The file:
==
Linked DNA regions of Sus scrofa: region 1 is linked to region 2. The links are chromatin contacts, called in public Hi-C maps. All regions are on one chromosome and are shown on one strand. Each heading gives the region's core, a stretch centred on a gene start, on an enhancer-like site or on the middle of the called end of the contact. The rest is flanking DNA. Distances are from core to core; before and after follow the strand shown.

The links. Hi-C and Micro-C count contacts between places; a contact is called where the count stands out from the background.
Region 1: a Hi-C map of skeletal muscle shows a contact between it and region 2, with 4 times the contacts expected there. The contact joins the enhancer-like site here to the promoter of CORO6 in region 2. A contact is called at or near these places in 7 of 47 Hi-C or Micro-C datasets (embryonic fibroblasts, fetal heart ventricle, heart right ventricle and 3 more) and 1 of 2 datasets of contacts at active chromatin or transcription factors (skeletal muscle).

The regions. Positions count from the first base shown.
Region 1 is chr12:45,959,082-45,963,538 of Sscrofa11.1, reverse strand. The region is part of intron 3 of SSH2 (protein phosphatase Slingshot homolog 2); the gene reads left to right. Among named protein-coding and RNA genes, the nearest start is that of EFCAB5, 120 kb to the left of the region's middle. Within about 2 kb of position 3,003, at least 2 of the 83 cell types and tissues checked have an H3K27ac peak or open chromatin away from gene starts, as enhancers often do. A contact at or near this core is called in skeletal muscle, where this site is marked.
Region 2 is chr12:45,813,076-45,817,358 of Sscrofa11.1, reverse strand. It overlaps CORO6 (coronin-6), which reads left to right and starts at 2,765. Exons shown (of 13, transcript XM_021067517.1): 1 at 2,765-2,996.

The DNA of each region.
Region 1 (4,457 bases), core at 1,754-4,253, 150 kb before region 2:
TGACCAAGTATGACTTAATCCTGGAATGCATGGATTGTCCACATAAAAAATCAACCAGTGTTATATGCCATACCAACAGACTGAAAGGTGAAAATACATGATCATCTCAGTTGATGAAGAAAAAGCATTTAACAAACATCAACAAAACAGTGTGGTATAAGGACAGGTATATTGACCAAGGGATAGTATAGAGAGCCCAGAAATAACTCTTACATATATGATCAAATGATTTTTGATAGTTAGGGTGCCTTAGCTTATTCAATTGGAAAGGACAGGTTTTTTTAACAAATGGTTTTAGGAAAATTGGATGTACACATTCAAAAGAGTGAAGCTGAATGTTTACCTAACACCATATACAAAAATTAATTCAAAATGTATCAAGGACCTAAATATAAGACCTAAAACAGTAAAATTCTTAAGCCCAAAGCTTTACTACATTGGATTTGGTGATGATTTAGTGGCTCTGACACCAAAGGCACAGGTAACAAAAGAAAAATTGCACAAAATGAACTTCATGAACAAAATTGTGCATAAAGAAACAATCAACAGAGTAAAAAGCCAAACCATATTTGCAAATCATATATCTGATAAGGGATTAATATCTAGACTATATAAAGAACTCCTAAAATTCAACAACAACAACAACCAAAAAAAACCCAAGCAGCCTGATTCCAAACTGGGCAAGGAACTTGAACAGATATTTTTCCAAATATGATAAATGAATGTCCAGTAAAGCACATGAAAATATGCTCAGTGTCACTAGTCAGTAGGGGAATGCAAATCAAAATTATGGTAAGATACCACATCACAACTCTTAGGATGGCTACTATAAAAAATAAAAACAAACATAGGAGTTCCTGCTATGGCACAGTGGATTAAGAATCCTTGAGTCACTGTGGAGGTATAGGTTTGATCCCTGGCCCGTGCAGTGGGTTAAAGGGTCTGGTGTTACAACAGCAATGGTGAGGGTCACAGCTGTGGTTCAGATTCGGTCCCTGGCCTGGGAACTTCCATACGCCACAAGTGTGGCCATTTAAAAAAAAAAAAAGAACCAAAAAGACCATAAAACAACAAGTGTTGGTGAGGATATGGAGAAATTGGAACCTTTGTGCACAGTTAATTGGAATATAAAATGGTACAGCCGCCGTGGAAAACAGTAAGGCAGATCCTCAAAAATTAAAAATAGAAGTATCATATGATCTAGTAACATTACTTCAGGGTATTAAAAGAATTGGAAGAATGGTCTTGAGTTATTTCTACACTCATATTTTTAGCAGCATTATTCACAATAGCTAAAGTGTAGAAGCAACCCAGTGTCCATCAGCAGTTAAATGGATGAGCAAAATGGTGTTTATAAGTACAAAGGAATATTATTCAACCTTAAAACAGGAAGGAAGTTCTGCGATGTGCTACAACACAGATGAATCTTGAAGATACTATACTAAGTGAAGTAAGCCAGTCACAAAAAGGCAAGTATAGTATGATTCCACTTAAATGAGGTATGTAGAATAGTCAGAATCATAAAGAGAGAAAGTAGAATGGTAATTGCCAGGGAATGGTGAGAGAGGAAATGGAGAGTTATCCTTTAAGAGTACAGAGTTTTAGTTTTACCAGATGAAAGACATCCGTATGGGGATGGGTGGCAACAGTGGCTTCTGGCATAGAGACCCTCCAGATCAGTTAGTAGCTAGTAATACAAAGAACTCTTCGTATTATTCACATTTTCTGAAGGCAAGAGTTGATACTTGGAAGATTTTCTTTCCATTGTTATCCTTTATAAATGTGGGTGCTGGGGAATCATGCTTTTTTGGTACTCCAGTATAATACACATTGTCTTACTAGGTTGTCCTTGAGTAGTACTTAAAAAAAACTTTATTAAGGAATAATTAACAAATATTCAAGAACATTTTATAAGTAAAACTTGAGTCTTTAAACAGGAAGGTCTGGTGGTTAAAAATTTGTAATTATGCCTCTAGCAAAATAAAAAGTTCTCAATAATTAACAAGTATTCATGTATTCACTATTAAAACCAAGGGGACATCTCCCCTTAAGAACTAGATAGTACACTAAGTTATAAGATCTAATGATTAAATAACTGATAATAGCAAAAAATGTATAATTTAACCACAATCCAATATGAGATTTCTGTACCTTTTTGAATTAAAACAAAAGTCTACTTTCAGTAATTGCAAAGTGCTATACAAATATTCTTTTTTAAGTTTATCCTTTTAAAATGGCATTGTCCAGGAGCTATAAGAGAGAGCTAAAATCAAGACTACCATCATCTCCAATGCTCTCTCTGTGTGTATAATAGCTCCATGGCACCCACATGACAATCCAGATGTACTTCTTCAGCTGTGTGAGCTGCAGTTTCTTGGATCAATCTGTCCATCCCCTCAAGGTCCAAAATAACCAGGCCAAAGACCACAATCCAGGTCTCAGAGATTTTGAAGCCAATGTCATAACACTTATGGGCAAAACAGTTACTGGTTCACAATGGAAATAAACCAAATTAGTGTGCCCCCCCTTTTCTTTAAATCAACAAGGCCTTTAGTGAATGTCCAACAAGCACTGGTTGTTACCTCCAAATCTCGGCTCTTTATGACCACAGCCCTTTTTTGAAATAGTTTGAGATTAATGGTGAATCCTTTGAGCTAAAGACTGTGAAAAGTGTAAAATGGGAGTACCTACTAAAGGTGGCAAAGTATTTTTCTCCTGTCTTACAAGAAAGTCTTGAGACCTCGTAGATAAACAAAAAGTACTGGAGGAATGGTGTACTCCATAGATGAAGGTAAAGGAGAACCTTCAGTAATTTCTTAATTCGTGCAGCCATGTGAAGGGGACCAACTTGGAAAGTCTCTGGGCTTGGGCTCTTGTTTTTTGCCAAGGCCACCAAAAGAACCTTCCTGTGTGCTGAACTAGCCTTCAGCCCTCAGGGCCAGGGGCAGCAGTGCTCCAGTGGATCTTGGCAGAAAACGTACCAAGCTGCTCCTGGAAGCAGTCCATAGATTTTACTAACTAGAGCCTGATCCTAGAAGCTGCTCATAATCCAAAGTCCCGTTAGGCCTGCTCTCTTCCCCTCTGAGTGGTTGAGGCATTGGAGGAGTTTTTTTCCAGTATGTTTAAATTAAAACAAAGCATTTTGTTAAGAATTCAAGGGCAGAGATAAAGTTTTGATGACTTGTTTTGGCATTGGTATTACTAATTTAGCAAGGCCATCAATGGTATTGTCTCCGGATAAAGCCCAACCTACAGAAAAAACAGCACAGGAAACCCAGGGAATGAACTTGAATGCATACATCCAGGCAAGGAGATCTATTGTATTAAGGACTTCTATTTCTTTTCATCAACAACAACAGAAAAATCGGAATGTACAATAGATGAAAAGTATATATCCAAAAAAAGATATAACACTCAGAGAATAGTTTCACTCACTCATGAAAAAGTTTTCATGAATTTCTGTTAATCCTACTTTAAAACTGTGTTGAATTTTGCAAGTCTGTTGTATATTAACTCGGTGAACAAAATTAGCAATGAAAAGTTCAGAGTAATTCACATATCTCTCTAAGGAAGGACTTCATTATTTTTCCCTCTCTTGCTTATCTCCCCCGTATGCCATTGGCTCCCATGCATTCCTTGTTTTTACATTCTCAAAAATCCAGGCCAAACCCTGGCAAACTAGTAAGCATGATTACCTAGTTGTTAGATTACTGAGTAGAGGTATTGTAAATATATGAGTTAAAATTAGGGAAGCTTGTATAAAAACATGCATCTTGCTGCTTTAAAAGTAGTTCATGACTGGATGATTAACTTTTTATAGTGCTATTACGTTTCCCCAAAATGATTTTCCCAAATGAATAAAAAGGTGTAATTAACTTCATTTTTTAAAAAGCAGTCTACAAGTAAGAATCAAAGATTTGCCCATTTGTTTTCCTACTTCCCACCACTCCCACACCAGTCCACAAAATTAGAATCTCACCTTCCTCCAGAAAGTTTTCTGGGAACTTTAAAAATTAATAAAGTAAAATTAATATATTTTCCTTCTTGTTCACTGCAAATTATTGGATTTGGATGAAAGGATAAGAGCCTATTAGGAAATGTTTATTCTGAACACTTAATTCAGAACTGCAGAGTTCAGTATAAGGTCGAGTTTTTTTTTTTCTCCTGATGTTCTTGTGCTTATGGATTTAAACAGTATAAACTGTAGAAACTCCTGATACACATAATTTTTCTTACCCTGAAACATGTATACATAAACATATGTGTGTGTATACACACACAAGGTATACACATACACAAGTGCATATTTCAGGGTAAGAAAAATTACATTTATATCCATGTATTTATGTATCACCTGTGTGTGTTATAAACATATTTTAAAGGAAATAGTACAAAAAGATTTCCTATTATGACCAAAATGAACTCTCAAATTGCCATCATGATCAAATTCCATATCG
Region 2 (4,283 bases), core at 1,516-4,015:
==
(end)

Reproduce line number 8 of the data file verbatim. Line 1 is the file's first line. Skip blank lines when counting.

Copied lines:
Region 1 (4,457 bases), core at 1,754-4,253, 150 kb before region 2: